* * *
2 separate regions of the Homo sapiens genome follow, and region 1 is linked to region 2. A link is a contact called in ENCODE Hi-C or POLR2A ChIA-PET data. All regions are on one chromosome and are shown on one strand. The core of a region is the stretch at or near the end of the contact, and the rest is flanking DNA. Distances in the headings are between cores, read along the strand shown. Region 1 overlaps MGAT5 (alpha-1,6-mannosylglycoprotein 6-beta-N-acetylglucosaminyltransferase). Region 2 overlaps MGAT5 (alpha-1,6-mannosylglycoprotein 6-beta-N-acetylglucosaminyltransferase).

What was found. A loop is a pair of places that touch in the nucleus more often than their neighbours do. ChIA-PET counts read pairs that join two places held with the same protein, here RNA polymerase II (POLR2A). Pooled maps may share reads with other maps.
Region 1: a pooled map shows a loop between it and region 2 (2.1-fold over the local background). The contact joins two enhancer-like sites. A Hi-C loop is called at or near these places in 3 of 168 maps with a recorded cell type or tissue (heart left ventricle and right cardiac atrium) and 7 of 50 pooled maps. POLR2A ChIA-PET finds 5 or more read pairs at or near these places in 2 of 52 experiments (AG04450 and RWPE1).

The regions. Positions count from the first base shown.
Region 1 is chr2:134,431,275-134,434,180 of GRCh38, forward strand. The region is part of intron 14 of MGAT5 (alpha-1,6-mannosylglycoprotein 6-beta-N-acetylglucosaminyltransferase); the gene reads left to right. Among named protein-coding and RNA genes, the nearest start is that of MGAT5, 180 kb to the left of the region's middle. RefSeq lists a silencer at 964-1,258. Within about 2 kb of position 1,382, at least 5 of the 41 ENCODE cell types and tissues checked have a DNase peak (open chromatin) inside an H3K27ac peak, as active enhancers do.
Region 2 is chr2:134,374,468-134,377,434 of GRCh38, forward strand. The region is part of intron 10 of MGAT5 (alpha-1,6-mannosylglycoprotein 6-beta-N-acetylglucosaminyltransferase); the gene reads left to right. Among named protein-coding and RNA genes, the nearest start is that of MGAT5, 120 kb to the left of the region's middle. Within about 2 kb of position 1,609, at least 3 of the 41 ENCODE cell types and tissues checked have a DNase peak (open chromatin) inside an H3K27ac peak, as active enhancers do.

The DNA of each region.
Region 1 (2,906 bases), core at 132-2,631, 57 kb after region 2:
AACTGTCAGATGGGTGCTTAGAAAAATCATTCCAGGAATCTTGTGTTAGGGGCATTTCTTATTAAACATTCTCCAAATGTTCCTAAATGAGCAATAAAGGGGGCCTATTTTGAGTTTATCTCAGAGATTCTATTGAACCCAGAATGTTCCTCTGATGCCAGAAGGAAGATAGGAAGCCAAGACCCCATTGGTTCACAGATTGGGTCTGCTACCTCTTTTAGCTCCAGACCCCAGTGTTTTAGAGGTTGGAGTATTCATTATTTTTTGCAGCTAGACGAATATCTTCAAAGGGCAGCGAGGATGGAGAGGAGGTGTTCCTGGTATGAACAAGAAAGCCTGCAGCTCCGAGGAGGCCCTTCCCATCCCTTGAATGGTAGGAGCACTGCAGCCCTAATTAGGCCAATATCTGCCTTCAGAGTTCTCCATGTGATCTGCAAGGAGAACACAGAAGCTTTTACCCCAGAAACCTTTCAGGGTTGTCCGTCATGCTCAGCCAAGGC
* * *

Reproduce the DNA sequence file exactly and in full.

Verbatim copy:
2 separate regions of the Homo sapiens genome follow, and region 1 is linked to region 2. A link is a contact called in ENCODE Hi-C or POLR2A ChIA-PET data. All regions are on one chromosome and are shown on one strand. The core of a region is the stretch at or near the end of the contact, and the rest is flanking DNA. Distances in the headings are between cores, read along the strand shown. Region 1 overlaps MGAT5 (alpha-1,6-mannosylglycoprotein 6-beta-N-acetylglucosaminyltransferase). Region 2 overlaps MGAT5 (alpha-1,6-mannosylglycoprotein 6-beta-N-acetylglucosaminyltransferase).

What was found. A loop is a pair of places that touch in the nucleus more often than their neighbours do. ChIA-PET counts read pairs that join two places held with the same protein, here RNA polymerase II (POLR2A). Pooled maps may share reads with other maps.
Region 1: a pooled map shows a loop between it and region 2 (2.1-fold over the local background). The contact joins two enhancer-like sites. A Hi-C loop is called at or near these places in 3 of 168 maps with a recorded cell type or tissue (heart left ventricle and right cardiac atrium) and 7 of 50 pooled maps. POLR2A ChIA-PET finds 5 or more read pairs at or near these places in 2 of 52 experiments (AG04450 and RWPE1).

The regions. Positions count from the first base shown.
Region 1 is chr2:134,431,275-134,434,180 of GRCh38, forward strand. The region is part of intron 14 of MGAT5 (alpha-1,6-mannosylglycoprotein 6-beta-N-acetylglucosaminyltransferase); the gene reads left to right. Among named protein-coding and RNA genes, the nearest start is that of MGAT5, 180 kb to the left of the region's middle. RefSeq lists a silencer at 964-1,258. Within about 2 kb of position 1,382, at least 5 of the 41 ENCODE cell types and tissues checked have a DNase peak (open chromatin) inside an H3K27ac peak, as active enhancers do.
Region 2 is chr2:134,374,468-134,377,434 of GRCh38, forward strand. The region is part of intron 10 of MGAT5 (alpha-1,6-mannosylglycoprotein 6-beta-N-acetylglucosaminyltransferase); the gene reads left to right. Among named protein-coding and RNA genes, the nearest start is that of MGAT5, 120 kb to the left of the region's middle. Within about 2 kb of position 1,609, at least 3 of the 41 ENCODE cell types and tissues checked have a DNase peak (open chromatin) inside an H3K27ac peak, as active enhancers do.

The DNA of each region.
Region 1 (2,906 bases), core at 132-2,631, 57 kb after region 2:
AACTGTCAGATGGGTGCTTAGAAAAATCATTCCAGGAATCTTGTGTTAGGGGCATTTCTTATTAAACATTCTCCAAATGTTCCTAAATGAGCAATAAAGGGGGCCTATTTTGAGTTTATCTCAGAGATTCTATTGAACCCAGAATGTTCCTCTGATGCCAGAAGGAAGATAGGAAGCCAAGACCCCATTGGTTCACAGATTGGGTCTGCTACCTCTTTTAGCTCCAGACCCCAGTGTTTTAGAGGTTGGAGTATTCATTATTTTTTGCAGCTAGACGAATATCTTCAAAGGGCAGCGAGGATGGAGAGGAGGTGTTCCTGGTATGAACAAGAAAGCCTGCAGCTCCGAGGAGGCCCTTCCCATCCCTTGAATGGTAGGAGCACTGCAGCCCTAATTAGGCCAATATCTGCCTTCAGAGTTCTCCATGTGATCTGCAAGGAGAACACAGAAGCTTTTACCCCAGAAACCTTTCAGGGTTGTCCGTCATGCTCAGCCAAGGC